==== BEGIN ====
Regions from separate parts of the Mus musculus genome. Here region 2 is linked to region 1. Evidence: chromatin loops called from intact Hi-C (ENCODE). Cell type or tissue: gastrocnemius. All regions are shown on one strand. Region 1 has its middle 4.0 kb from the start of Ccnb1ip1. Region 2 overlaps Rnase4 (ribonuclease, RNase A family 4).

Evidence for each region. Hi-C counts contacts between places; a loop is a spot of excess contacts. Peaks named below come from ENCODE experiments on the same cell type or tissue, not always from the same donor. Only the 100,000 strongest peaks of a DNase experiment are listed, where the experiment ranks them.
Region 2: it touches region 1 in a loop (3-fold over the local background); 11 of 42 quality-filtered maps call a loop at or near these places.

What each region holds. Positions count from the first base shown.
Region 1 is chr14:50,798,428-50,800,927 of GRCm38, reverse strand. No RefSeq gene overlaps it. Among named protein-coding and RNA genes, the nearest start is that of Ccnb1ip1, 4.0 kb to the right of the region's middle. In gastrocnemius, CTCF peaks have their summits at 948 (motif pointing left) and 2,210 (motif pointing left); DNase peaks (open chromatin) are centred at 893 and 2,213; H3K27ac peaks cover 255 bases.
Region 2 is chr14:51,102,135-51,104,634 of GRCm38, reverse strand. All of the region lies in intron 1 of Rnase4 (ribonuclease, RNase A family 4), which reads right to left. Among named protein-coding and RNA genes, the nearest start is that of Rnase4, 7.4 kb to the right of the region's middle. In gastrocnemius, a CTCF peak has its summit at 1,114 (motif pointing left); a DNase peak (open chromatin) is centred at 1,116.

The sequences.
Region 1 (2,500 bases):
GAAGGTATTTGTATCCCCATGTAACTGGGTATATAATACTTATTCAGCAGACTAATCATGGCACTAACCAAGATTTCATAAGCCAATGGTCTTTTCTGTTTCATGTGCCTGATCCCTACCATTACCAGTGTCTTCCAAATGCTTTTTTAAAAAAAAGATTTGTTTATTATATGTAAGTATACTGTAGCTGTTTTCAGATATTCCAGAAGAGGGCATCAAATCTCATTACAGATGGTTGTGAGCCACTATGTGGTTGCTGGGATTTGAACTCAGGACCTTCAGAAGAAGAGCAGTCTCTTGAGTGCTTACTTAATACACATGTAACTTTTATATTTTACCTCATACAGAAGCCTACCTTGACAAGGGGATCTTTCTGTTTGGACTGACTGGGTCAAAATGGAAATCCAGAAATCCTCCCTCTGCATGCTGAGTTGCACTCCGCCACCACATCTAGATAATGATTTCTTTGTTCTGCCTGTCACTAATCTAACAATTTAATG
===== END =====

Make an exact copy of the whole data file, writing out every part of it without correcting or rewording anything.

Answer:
Regions from separate parts of the Mus musculus genome. Here region 2 is linked to region 1. Evidence: chromatin loops called from intact Hi-C (ENCODE). Cell type or tissue: gastrocnemius. All regions are shown on one strand. Region 1 has its middle 4.0 kb from the start of Ccnb1ip1. Region 2 overlaps Rnase4 (ribonuclease, RNase A family 4).

Evidence for each region. Hi-C counts contacts between places; a loop is a spot of excess contacts. Peaks named below come from ENCODE experiments on the same cell type or tissue, not always from the same donor. Only the 100,000 strongest peaks of a DNase experiment are listed, where the experiment ranks them.
Region 2: it touches region 1 in a loop (3-fold over the local background); 11 of 42 quality-filtered maps call a loop at or near these places.

What each region holds. Positions count from the first base shown.
Region 1 is chr14:50,798,428-50,800,927 of GRCm38, reverse strand. No RefSeq gene overlaps it. Among named protein-coding and RNA genes, the nearest start is that of Ccnb1ip1, 4.0 kb to the right of the region's middle. In gastrocnemius, CTCF peaks have their summits at 948 (motif pointing left) and 2,210 (motif pointing left); DNase peaks (open chromatin) are centred at 893 and 2,213; H3K27ac peaks cover 255 bases.
Region 2 is chr14:51,102,135-51,104,634 of GRCm38, reverse strand. All of the region lies in intron 1 of Rnase4 (ribonuclease, RNase A family 4), which reads right to left. Among named protein-coding and RNA genes, the nearest start is that of Rnase4, 7.4 kb to the right of the region's middle. In gastrocnemius, a CTCF peak has its summit at 1,114 (motif pointing left); a DNase peak (open chromatin) is centred at 1,116.

The sequences.
Region 1 (2,500 bases):
GAAGGTATTTGTATCCCCATGTAACTGGGTATATAATACTTATTCAGCAGACTAATCATGGCACTAACCAAGATTTCATAAGCCAATGGTCTTTTCTGTTTCATGTGCCTGATCCCTACCATTACCAGTGTCTTCCAAATGCTTTTTTAAAAAAAAGATTTGTTTATTATATGTAAGTATACTGTAGCTGTTTTCAGATATTCCAGAAGAGGGCATCAAATCTCATTACAGATGGTTGTGAGCCACTATGTGGTTGCTGGGATTTGAACTCAGGACCTTCAGAAGAAGAGCAGTCTCTTGAGTGCTTACTTAATACACATGTAACTTTTATATTTTACCTCATACAGAAGCCTACCTTGACAAGGGGATCTTTCTGTTTGGACTGACTGGGTCAAAATGGAAATCCAGAAATCCTCCCTCTGCATGCTGAGTTGCACTCCGCCACCACATCTAGATAATGATTTCTTTGTTCTGCCTGTCACTAATCTAACAATTTAATG